- Promoted behavioral change to reduce the risk of HIV/ AIDS in youth by supporting the Youth Health Organization (YOHO)’s "education-entertainment" jam sessions, art festivals, dramas and one-on-one follow-up discussions on issues raised. An estimated 60,000 youth have been reached due to mass media efforts in conjunction with YOHO.
- Supported the Total Community Mobilization (TCM) program, a door-to-door, community-mobilization intervention that uses peer educators to deliver HIV prevention and treatment-related information in five health districts. A recent study found that exposure to TCM was positively associated with knowledge of abstinence and of condom use as HIV prevention methods. TCM exposure was similarly associated with the knowledge that preventing mother-tochild HIV transmission is possible. Further, TCM-exposed individuals were roughly twice as likely as the unexposed to have been tested for HIV; to have discussed testing with a partner before being tested; and, to have been tested with a partner.
Critical Intervention for HIV/AIDS Care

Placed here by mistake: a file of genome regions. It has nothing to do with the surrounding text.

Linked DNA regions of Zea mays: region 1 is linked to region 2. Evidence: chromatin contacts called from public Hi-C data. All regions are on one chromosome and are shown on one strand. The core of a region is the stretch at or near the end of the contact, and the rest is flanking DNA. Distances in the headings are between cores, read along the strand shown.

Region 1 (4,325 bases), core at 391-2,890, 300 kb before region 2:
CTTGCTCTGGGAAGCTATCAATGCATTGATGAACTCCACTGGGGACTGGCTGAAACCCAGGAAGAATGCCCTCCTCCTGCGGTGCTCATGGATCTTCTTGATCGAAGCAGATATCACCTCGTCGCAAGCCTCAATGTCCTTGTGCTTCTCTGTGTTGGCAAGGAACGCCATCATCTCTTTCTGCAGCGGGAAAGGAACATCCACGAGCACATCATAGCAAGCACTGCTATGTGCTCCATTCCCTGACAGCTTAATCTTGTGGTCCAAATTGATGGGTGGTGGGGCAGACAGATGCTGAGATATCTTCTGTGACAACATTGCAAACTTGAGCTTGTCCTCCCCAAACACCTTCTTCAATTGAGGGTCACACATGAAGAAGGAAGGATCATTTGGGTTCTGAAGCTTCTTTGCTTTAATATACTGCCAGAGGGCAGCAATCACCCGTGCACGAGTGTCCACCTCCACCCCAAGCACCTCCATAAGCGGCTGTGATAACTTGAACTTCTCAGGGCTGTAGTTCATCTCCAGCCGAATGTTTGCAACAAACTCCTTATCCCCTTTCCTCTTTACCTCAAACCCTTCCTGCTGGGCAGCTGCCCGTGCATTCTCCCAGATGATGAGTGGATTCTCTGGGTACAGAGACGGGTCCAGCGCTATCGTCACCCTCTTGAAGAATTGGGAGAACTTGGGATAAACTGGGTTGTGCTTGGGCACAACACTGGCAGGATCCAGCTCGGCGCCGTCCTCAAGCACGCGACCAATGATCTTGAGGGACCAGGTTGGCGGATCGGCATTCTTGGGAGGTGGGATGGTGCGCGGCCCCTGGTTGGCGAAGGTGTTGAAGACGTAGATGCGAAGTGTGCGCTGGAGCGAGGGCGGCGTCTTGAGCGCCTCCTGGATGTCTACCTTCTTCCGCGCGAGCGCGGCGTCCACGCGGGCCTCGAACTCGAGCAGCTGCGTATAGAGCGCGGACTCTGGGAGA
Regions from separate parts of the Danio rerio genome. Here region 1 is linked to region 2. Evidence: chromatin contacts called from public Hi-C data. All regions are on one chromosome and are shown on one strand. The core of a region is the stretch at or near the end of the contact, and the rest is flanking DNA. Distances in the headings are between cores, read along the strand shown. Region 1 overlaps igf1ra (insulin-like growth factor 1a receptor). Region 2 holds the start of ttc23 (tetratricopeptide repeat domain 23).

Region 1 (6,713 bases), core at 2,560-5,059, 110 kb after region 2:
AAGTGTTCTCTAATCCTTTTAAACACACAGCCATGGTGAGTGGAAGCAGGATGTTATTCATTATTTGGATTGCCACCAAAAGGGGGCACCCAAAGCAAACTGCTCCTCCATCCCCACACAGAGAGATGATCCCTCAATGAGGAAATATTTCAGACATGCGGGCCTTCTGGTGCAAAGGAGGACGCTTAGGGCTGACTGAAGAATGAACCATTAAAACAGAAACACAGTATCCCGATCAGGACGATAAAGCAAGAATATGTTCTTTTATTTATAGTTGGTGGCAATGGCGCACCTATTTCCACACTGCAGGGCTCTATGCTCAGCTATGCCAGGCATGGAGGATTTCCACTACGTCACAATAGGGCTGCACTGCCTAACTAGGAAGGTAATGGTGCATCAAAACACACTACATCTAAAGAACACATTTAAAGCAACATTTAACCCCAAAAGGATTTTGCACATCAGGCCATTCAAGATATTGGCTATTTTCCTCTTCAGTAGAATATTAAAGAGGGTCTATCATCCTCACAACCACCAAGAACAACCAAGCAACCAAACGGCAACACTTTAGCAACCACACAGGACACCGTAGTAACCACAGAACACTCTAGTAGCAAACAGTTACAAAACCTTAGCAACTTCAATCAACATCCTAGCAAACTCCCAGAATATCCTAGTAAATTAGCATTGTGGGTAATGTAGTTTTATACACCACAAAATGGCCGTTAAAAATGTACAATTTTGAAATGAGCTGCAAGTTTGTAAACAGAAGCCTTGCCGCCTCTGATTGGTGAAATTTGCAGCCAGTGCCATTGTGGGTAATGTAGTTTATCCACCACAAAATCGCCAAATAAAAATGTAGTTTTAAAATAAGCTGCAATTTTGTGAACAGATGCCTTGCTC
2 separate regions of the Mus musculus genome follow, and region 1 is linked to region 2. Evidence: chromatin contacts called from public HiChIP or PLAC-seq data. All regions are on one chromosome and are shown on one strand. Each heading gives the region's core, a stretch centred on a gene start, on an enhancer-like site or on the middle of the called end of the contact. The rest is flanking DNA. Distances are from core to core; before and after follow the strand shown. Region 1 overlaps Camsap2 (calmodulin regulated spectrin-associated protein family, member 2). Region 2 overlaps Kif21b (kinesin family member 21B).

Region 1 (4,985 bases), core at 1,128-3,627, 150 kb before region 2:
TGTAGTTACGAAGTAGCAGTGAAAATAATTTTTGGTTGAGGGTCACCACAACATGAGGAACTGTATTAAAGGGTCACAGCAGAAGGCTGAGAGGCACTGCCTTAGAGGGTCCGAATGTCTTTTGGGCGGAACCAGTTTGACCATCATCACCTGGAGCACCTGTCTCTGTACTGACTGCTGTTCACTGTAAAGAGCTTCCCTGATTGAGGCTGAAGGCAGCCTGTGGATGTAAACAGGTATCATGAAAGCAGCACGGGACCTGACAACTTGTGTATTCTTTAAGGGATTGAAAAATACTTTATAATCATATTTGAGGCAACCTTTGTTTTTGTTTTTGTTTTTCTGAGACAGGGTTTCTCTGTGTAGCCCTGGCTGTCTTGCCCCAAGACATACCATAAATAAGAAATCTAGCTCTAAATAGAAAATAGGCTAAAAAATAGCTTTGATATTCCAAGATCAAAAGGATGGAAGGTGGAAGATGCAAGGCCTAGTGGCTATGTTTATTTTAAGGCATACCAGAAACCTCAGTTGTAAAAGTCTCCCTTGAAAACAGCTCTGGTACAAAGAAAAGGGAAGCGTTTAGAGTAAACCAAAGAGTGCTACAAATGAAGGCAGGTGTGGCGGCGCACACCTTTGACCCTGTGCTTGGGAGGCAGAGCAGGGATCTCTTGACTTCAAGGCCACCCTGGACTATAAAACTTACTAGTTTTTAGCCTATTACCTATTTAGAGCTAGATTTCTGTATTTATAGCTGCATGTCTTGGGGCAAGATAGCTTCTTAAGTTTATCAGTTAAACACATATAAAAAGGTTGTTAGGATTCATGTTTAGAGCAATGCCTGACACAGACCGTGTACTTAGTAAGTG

- Supported Tebelopele, the country’s largest provider of Voluntary Counseling and Testing (VCT) services with 16 freestanding sites and four mobile caravans. Tebelopole recently "spun-off" to become an independent NGO. Also supported the "Show you care" ad campaign that encourages people to accompany their loved ones to VCT centers to receive education and tools to better fight the infection and prevent its further spread. There were more than 75,000 visits to Tebelopele in 2004, contributing to Botswana having the highest rate of HIV testing in region.
- Supported the development of policy guidelines on the use of rapid tests in public facilities.
- Provided approximately 2,000 pregnant women with a complete course of antiretroviral prophylaxis in a PMTCT setting.
Critical Interventions for HIV/AIDS Treatment
Along with other partners such as the African Comprehensive HIV/AIDS Partnership (ACHAP - Merck and Gates Foundations), provided support to the government of Botswana’s "Masa" (New Dawn) antiretroviral treatment (ART) program. In particular, the Emergency Plan provided support to the government of Botswana’s National HIV/AIDS Strategic Framework and HIV/AIDS related goals with strengthening of laboratory infrastructure, training, lab commodity procurement and logistics, as well as monitoring and evaluation, including surveillance.